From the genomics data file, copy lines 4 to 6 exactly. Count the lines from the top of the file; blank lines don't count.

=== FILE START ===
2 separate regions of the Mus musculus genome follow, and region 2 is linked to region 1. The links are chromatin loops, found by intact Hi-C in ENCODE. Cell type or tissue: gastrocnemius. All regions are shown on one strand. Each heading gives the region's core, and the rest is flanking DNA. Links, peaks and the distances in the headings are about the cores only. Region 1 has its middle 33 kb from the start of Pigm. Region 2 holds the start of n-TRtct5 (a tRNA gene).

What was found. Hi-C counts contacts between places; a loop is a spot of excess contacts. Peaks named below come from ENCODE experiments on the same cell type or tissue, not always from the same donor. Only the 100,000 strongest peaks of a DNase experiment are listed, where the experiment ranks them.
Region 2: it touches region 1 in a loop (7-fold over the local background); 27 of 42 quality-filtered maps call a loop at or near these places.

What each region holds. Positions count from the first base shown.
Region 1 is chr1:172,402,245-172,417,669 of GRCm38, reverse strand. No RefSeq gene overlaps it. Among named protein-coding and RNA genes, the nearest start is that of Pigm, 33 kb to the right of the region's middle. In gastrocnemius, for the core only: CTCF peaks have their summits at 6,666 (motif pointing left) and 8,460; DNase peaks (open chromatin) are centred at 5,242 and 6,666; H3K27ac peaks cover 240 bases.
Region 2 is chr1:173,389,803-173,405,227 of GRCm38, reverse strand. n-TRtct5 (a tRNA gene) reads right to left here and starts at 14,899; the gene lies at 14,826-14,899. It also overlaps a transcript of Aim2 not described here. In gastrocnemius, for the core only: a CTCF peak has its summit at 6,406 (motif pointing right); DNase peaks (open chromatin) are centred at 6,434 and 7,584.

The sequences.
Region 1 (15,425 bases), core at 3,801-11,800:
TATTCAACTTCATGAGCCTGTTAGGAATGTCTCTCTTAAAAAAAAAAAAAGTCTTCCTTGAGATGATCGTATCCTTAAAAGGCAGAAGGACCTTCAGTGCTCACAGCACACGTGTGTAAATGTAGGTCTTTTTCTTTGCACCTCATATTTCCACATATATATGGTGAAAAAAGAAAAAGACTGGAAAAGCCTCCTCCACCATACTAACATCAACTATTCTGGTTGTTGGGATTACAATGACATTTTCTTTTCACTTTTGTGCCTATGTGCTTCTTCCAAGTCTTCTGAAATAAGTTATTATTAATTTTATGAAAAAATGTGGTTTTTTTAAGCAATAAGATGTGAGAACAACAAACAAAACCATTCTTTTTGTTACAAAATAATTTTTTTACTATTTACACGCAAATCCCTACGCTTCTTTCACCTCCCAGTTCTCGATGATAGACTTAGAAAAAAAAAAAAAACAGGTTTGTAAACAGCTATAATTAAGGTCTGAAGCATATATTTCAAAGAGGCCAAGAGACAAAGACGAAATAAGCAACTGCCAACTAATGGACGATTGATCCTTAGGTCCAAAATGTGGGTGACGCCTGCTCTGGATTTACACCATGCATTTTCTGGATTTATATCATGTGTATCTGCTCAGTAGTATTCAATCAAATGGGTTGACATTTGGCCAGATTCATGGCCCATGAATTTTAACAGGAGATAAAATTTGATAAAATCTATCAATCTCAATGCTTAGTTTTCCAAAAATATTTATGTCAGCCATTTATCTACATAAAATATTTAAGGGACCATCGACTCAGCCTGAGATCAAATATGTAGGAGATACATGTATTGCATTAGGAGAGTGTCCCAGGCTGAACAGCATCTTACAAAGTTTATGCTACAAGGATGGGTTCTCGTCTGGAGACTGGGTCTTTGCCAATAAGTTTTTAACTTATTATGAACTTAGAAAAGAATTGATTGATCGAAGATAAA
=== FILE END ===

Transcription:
What each region holds. Positions count from the first base shown.
Region 1 is chr1:172,402,245-172,417,669 of GRCm38, reverse strand. No RefSeq gene overlaps it. Among named protein-coding and RNA genes, the nearest start is that of Pigm, 33 kb to the right of the region's middle. In gastrocnemius, for the core only: CTCF peaks have their summits at 6,666 (motif pointing left) and 8,460; DNase peaks (open chromatin) are centred at 5,242 and 6,666; H3K27ac peaks cover 240 bases.
Region 2 is chr1:173,389,803-173,405,227 of GRCm38, reverse strand. n-TRtct5 (a tRNA gene) reads right to left here and starts at 14,899; the gene lies at 14,826-14,899. It also overlaps a transcript of Aim2 not described here. In gastrocnemius, for the core only: a CTCF peak has its summit at 6,406 (motif pointing right); DNase peaks (open chromatin) are centred at 6,434 and 7,584.